GONE. Just like that — in an instant that snuffed out so many beautiful precious lives brimming with hopes, plans and dreams. What for? Because someone somewhere did not do what that person was supposed to do to ensure the safety and security of these beautiful precious lives? Because someone somewhere was too incompetent, too selfish, too uncaring to fix things that needed to be fixed so the PIA flight could land safely on the tarmac of Karachi airport and not go down in a ball of fire a few hundred metres short of the runway. These people — these beautiful precious people brimming with hopes, plans and dreams — they should not have died like this. Someone somewhere is responsible.
Is now the appropriate time to ask this question? You bet it is. Now is the time to proclaim loudly that these people would not have died if someone somewhere had done what that someone was supposed to have done. The nation grieves. It should also seethe. Seethe with anger and fury and rage at the criminal apathy and dereliction of duty that led to the PIA aircraft crashing on Friday. Seethe we must at all those who have contributed to the rot in all the institutions that are ultimately responsible for ensuring the safety of passengers flying on the national airline; seethe we must at those who have nourished this rot, aggravated it and lorded over the stench all the while knowing full well their actions could — would — one day lead to beautiful and precious lives being lost.
Red flags have been fluttering ominously for a while now. Here, there and everywhere. Lights flashing dimly. Sirens blaring silently. People screaming quietly. This is not right what we are doing, these lights and sirens and screaming people have been whispering to us. When you take institutions and staff them with underserving people recruited by unprofessional people for unmeritorious reasons then the outcome is fairly obvious. Human resource is compromised; systemic protocols are compromised and safety measures are compromised. The slow but sure degeneration of everything around us is an inevitable tragedy unfolding in slow motion.
Is PIA worth it anymore when it is bleeding lives, bleeding billions and bleeding all reasons to exist?
It is all coming crashing down. The standards, the expectations and the final outcomes. One big putrid heap of systemic carnage piled on top of decades of rot. It is such rot that obfuscates criminal negligence and dilutes the scale of responsibility. People die in crashes. They also die in vain. The living, somehow, have more to lose after the crash.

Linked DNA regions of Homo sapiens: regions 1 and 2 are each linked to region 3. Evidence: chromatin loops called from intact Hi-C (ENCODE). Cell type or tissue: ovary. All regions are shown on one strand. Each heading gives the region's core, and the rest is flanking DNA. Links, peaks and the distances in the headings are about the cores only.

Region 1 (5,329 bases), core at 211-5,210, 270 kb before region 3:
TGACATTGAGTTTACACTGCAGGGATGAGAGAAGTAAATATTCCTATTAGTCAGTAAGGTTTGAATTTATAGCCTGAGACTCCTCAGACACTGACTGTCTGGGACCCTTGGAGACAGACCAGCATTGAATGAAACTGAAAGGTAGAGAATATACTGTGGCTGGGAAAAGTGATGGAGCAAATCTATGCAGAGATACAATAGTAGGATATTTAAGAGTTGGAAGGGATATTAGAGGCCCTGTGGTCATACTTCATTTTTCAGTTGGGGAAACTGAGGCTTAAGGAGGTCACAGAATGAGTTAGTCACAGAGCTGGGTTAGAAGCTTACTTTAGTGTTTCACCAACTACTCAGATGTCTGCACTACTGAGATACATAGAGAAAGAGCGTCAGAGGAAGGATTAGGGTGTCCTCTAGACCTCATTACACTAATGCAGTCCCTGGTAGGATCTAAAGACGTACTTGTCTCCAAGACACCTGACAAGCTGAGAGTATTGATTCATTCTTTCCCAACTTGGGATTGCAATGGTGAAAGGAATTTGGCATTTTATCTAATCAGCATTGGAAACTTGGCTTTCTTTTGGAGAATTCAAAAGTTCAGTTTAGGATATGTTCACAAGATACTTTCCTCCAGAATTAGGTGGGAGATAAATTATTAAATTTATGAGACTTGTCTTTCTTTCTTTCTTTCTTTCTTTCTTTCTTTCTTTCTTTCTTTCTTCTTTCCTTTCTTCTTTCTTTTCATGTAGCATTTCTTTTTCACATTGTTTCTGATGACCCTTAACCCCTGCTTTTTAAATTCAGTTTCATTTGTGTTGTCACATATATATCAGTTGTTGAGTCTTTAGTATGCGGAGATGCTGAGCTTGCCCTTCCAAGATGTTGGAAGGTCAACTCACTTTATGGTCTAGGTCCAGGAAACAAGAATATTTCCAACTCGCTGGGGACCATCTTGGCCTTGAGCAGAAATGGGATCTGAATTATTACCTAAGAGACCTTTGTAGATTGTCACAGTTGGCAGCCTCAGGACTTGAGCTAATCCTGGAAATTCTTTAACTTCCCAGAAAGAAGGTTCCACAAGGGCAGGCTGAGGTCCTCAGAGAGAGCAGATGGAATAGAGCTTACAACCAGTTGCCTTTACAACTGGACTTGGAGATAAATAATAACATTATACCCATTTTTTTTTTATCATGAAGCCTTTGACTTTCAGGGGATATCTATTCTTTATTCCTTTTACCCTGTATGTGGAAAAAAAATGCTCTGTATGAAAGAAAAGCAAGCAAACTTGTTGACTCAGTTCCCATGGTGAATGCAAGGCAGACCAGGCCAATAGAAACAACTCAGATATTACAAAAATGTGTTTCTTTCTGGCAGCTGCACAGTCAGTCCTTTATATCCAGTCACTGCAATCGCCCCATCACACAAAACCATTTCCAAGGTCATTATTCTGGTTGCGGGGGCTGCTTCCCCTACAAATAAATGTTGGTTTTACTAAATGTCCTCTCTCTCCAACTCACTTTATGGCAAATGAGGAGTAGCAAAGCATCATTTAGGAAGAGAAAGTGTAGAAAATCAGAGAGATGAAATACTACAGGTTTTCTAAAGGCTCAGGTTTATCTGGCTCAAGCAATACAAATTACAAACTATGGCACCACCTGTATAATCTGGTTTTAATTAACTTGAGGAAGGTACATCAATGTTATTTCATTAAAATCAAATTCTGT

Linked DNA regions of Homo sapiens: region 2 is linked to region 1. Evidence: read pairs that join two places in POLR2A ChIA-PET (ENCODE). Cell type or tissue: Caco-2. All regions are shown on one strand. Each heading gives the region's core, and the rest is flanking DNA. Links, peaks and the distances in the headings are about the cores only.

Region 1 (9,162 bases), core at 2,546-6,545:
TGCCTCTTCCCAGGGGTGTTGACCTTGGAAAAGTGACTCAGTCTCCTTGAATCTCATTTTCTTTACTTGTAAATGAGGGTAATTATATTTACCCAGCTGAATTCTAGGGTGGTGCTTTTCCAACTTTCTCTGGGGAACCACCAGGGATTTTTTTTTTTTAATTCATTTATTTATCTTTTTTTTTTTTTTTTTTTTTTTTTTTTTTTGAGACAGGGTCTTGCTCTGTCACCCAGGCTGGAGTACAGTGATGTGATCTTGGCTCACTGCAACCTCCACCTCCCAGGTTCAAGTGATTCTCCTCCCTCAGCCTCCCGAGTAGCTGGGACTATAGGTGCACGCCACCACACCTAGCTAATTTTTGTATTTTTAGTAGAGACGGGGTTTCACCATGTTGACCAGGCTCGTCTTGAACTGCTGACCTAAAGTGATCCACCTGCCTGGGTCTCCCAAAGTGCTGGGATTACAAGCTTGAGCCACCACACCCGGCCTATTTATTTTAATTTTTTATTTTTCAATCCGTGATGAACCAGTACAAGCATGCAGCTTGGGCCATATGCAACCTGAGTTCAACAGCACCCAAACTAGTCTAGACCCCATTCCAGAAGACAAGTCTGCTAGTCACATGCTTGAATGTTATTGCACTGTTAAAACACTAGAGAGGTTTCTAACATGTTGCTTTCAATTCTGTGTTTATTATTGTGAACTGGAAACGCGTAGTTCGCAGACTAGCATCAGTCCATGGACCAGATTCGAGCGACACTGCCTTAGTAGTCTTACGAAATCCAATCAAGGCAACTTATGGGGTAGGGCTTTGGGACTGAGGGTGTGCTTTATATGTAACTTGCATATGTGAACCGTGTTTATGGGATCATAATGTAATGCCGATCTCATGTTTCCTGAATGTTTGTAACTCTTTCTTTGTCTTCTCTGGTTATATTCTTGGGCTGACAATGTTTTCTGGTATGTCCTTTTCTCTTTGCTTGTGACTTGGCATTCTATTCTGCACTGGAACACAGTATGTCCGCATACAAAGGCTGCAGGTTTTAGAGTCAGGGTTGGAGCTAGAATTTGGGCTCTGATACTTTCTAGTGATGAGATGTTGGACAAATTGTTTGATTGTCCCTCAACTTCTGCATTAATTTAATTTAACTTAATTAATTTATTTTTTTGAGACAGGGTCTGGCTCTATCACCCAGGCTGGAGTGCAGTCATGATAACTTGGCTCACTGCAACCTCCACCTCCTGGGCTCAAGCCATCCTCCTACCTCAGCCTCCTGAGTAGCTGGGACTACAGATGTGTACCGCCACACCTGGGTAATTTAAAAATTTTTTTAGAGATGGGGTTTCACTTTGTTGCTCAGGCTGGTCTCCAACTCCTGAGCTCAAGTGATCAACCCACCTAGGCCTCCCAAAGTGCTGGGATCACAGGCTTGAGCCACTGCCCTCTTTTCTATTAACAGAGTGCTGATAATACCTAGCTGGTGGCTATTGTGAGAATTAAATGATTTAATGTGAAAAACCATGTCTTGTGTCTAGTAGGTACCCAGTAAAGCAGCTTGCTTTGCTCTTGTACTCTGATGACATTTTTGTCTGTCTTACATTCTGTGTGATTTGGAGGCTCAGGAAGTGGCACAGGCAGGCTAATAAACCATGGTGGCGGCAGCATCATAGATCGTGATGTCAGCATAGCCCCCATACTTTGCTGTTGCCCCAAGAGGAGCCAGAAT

Prepare therefore to witness the rot in motion even before the dead are buried and mourned. Witness the slimy slithery tentacles of the system close around the rot in a protective embrace. Witness the finger-pointing, stonewalling and victim-blaming in all its remorseless glory as the shock of Friday’s crash gradually dissolves into the inevitable fatalistic acceptance of a man-made disaster.
So, you may ask: why the outrage? Crashes do happen across the planet. People do die. True. Except, not really.
What happens afterwards — or does not happen in our case — is why the outrage. Who is held accountable afterwards — or not held accountable in our case — is why the outrage. What lessons are learnt afterwards — or not learnt in our case — is why the outrage. What corrective measures are taken afterwards – or not taken in our case – is why the outrage. And what systemic improvements are put in place afterwards — or not put in place in our case — is why the outrage.
This outrage should now be sustained and channelised so it can force the nation to ask those questions that should have been asked repeatedly till an answer was forthcoming: is PIA worth it anymore?
Is it worth it anymore when it is bleeding lives, bleeding billions and bleeding all reasons to exist? Let us ask this question. Then let us demand a decision.
The decision will enlarge the circle of responsibility. Who will be in that circle? Who will have stakes in the final call? Who dare have the crash on his conscience?
Such decisions have consequences. Weak people cannot deal with consequences. They do not want to deal with consequences. So they brush the filth under the carpet knowing they will survive the crash as long as they are in their plush offices and not in the aircraft.
But why just ask about PIA? Why not about all other institutions and organisations that contribute to the safety — or lack of it — of the national airline? Why not put them in the dock and make them answer for the loss of those beautiful and precious lives? Why not throw a dragnet of accountability over their protected heads and demand answers they rather not answer?
Except, don’t hold your breath. Really, don’t. Things will happen as they do. Questions will be asked, but the not-so-hard ones; inquiries will be ordered, but the not-so-intrusive ones; people will be punished but the not-so-high ones; and measures will be taken but the not-so-critical ones. And then we shall do what we always do: move on.
In the end, nothing really crashes after the crash. Till the next crash.
So let us wallow in our grief and marinate in our fury till grief settles down to a dull ache and fury evaporates away into nothingness. The funerals, the wailing, the photo-ops and hollow words, the headlines and special reports and a few shows debating superficiality — yes, lie back and let it all sweep over you like the guilt it is. The futility of expectations from a system cemented together with rot is now an organic part of life here. Let not sanctimonious fools tell you otherwise.
Pay for a ticket. Pray for a miracle.
The writer is Dawn’s resident in Islamabad.
Published in Dawn, May 23rd, 2020